For the past thirteen years, my work has dealt the issue of reclaiming my Cuban culture. Before that time, I willingly acclimated myself into the American culture. As I grew older, I started to feel as if something was missing in my life and in my work. I wanted to investigate why I still didn’t feel completely connected to my environment. As a way of evaluating what was and had been important to me, I started to create images of my most treasured memories. I realized that those memories dealt with my family, cultural religious icons and growing up in a small coal-mining town in western Pennsylvania. Since that point, I have concentrated my efforts on learning more about a culture that I had separated myself from and a about country that I had no memory of. My work has tried to find connections between the spiritualness of the past and the spiritualness that I often find in mundane everyday scenes. I now feel more connected to the past and the present seems to possess a new sense of importance.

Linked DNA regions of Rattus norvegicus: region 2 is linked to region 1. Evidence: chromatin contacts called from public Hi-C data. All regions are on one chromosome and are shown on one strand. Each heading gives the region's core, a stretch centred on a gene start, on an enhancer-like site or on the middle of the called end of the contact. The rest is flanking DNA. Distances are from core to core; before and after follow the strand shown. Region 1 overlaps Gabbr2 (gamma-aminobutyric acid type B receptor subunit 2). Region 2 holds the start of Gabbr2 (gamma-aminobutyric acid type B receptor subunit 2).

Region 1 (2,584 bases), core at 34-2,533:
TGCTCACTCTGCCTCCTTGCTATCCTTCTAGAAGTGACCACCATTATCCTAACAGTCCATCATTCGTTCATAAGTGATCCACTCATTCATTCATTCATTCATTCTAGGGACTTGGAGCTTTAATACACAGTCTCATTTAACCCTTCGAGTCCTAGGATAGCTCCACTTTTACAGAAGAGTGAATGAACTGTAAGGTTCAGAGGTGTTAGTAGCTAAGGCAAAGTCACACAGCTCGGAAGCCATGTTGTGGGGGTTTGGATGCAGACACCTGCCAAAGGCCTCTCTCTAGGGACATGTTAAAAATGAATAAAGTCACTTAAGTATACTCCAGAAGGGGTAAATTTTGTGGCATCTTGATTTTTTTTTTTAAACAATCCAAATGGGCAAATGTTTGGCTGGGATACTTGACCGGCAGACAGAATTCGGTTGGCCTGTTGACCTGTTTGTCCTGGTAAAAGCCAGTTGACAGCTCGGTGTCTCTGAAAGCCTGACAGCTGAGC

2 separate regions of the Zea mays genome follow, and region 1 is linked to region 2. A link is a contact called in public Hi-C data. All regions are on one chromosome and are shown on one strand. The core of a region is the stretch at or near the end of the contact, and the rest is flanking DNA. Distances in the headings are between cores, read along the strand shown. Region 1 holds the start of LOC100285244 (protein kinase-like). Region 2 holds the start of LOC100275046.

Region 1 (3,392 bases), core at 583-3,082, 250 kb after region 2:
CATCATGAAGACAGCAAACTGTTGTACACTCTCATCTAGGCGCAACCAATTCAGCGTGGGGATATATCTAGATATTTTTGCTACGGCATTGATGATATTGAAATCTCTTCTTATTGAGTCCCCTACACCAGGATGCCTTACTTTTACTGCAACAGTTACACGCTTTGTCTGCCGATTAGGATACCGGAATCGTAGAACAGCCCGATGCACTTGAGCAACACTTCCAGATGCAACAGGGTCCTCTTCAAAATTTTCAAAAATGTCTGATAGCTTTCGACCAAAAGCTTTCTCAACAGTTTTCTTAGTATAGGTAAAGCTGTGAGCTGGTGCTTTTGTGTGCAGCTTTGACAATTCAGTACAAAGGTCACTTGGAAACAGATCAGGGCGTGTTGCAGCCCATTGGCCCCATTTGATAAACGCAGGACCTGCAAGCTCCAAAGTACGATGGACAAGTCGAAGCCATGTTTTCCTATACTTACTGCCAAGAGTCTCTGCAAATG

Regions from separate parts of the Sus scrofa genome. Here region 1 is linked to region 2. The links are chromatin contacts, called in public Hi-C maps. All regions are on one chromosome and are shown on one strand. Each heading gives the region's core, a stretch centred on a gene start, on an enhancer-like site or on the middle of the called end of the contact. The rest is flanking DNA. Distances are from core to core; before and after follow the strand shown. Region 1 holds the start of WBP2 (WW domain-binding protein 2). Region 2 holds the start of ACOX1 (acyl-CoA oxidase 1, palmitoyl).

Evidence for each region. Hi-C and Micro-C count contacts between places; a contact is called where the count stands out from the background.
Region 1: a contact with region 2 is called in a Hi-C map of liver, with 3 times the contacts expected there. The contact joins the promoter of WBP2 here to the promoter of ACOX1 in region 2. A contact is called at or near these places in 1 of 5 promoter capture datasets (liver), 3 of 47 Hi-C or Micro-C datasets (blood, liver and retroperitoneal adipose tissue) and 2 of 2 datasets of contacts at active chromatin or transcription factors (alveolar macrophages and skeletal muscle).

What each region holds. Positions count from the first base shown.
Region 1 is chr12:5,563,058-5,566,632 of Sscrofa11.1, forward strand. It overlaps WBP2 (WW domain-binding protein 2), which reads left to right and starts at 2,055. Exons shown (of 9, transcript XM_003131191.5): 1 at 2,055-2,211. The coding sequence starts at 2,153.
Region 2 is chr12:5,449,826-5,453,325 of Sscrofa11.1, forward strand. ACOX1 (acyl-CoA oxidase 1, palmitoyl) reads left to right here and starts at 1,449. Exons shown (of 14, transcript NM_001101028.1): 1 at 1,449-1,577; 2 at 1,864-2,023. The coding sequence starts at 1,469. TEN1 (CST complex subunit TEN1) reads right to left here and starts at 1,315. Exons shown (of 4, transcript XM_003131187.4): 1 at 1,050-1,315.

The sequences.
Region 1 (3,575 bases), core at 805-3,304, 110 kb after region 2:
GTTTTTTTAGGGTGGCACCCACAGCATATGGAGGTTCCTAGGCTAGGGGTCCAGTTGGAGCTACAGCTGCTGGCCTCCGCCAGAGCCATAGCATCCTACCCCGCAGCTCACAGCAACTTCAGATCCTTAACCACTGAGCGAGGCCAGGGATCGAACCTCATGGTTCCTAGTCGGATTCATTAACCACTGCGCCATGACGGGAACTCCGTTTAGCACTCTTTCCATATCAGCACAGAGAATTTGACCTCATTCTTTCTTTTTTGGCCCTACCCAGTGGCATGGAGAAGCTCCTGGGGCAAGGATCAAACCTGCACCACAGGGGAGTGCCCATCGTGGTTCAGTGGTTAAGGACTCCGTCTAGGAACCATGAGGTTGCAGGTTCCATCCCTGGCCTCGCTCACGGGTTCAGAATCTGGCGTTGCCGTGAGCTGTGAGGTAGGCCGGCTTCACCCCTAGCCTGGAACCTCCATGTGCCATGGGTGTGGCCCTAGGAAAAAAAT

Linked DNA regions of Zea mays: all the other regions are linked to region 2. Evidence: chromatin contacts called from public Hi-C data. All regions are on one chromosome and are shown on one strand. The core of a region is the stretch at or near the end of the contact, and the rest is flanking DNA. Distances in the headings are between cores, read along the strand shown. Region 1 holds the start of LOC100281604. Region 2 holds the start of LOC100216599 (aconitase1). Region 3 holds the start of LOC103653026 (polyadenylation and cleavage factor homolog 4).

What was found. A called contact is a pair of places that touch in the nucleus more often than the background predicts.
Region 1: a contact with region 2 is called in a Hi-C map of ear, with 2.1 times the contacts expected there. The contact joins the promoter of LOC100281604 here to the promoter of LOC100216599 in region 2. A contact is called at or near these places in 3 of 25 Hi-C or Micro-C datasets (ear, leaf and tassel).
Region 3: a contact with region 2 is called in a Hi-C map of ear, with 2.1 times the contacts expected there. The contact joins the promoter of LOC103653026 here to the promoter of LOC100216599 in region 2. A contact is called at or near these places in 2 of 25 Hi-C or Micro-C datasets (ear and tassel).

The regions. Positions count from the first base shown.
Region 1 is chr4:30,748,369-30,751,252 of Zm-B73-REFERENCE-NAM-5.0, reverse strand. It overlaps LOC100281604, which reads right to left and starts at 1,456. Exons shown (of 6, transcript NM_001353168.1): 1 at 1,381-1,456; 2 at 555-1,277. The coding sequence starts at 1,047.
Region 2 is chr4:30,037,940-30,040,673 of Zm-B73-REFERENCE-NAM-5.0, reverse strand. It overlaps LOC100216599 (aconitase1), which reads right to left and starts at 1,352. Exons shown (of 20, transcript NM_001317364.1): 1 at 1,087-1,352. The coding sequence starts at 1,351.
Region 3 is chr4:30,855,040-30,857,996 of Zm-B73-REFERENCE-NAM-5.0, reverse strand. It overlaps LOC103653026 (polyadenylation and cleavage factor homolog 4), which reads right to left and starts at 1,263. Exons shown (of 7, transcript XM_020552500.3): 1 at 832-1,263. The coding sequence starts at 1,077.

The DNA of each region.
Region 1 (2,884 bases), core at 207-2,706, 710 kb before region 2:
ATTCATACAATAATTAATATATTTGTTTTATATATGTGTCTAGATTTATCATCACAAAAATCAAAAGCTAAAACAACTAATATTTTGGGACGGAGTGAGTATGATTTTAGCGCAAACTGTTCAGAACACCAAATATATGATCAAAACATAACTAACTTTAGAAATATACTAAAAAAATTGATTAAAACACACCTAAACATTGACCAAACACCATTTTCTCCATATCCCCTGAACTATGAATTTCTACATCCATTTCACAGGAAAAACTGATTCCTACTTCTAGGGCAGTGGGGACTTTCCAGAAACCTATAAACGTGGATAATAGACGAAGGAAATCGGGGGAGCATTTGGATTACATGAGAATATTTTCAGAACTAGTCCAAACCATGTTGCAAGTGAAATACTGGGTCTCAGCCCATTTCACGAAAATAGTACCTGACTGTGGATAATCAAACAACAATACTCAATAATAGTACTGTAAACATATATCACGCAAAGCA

This particular series, the Appropriated Memories Series, tries to capture the fulfillment and spiritualness found in researching, finding and painting images of, what are for me, a lost time. These images are of an abstracted past. These images have become my memory. These are nostalgic interpretations of Cuba without politics or individuals; the untainted aesthetic of a country that I can not remember and probably never really existed. When I paint this landscape, it is as though I am walking on the island. I also felt connected to the other Cuban artists who have also painted some of these scenes and dealt with the same aesthetic and formalistic issues that I was experiencing in the paintings.
More examples from the series are available.